Today is Friday the 13th or Triskaidekaphobia Day. So, why is the number 13 so unlucky? Triskaidekaphobia is the extreme superstition of the number 13. The history states that one of the culprits was from 1907, when businessman and author Thomas Lawson published a novel entitled Friday, the Thirteenth about a rogue broker who chose that date to destroy the stock market. Somehow, Wall Street or Washington D.C. is behind all of these shenanigans.
Speaking of Wall Street, why is BlackRock buying the new inventory of single-family homes? The median price of an American house has increased by 28% over the last two years, as pandemic driven demand and long-term demographic changes sent buyers into crazed bidding wars. The Wall Street Journal reported in April that an investment firm won a bidding war to purchase an entire neighborhood’s worth of single-family homes in Texas. Now, analysts have reassured us that big investors like BlackRock remain insignificant players in the housing market. Doesn’t BlackRock have enough money? Yet now they want to spoil the American Dream for first-time home buyers. Something smells fishy here. Stay tuned for how this turns out– all I know is that it won’t end well.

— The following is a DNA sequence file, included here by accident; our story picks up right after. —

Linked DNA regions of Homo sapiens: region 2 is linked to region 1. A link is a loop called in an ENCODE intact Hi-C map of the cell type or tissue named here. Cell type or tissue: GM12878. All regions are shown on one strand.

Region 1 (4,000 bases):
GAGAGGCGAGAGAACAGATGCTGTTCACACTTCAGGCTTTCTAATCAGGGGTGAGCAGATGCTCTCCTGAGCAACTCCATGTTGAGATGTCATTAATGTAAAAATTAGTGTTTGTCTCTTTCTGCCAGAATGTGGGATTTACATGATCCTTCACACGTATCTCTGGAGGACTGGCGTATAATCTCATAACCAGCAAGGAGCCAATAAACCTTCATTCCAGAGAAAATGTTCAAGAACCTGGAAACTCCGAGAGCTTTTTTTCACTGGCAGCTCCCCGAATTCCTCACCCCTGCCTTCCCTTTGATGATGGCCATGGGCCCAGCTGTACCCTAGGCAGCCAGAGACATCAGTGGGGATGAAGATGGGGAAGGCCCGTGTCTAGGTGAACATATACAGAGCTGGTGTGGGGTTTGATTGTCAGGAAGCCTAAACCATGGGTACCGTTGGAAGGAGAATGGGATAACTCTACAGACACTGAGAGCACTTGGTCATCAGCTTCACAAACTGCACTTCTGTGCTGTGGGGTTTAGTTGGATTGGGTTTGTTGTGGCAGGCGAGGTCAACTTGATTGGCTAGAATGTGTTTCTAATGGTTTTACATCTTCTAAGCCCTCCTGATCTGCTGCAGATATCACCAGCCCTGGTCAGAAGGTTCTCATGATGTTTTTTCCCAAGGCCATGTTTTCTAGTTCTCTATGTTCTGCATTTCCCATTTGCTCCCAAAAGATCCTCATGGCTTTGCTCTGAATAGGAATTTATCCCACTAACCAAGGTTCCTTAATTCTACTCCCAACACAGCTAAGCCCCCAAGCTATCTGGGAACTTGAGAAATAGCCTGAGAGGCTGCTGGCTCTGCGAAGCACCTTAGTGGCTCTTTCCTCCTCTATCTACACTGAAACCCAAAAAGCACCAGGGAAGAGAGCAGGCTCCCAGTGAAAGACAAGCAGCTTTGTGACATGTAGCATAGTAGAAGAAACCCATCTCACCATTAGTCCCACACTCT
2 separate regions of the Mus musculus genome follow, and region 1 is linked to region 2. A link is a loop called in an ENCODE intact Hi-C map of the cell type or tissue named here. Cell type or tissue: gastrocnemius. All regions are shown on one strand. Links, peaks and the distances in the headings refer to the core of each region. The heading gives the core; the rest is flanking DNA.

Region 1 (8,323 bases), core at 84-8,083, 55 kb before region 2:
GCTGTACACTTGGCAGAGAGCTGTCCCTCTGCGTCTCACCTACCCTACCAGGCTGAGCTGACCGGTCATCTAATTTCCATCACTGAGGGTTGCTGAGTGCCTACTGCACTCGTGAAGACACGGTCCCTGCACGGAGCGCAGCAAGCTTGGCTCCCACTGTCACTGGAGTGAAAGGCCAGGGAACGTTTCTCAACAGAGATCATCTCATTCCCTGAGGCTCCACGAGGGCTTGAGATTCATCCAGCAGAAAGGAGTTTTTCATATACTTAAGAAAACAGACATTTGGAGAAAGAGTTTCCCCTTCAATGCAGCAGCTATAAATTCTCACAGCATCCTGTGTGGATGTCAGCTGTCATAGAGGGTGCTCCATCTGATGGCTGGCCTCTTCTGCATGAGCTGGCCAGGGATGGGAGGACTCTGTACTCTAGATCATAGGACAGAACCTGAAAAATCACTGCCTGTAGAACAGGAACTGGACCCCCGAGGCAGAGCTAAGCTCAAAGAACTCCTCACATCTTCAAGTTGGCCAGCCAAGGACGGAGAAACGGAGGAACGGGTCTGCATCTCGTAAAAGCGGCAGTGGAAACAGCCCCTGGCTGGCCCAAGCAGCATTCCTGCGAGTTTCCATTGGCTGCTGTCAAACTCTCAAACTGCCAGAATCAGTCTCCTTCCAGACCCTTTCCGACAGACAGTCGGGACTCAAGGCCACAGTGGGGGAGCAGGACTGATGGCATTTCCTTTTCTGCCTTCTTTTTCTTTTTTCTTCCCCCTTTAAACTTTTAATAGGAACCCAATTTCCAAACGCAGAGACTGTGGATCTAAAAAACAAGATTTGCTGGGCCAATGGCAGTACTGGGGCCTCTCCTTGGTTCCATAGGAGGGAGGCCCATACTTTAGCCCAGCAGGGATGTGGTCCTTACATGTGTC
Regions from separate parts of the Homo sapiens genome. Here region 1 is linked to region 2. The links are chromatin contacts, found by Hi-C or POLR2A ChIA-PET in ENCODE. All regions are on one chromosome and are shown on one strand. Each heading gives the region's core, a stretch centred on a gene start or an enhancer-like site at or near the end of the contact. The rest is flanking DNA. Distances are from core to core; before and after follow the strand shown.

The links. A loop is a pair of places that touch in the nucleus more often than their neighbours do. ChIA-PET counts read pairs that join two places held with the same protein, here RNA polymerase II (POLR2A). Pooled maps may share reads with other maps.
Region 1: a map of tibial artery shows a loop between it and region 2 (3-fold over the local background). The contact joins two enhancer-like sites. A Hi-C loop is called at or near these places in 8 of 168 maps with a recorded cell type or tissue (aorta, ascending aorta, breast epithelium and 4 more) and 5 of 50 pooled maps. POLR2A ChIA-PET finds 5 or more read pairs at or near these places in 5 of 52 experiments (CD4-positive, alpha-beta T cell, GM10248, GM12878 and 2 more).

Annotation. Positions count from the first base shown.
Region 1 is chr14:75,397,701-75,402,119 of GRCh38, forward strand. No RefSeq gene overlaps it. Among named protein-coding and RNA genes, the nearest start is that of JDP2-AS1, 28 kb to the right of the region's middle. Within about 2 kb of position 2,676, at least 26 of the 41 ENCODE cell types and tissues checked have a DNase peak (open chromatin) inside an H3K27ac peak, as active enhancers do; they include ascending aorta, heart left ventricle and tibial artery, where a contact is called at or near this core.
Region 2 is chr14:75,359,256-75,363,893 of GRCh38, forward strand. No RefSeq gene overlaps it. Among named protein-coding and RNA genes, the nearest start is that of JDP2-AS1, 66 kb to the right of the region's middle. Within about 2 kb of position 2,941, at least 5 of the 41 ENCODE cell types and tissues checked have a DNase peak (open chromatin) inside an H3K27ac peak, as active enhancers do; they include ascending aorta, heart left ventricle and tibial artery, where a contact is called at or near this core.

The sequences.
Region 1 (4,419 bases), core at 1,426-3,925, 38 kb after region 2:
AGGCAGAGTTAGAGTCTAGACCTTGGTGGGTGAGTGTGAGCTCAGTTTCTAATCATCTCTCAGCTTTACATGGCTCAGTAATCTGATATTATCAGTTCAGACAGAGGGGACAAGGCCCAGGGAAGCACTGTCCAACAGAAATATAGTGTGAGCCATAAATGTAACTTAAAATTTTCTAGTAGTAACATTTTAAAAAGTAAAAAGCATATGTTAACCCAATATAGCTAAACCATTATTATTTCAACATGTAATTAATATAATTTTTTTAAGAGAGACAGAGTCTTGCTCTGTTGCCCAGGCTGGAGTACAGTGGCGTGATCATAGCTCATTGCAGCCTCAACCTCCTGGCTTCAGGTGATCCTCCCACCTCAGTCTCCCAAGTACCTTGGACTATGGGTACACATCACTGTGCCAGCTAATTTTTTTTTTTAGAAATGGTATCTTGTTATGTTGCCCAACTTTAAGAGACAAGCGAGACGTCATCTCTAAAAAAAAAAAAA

Summer is coming to an end, as kids went back to school this past week. This makes me both happy and sad at the same time. The happy part is that football season is here, and the nasty thunderstorms with thankfully stop. At the very least, MooShoo won’t have to hide in the closet until New Year’s Eve now. The sad part for us is that August and September have been historically two of the weakest months of the year for the stock market. We all know that October is known for large market drawdowns, but historically we have four or more 5% market drawdowns annually. Folks, we are long overdue for a pullback, so don’t be surprised if we see one in the next 60 days.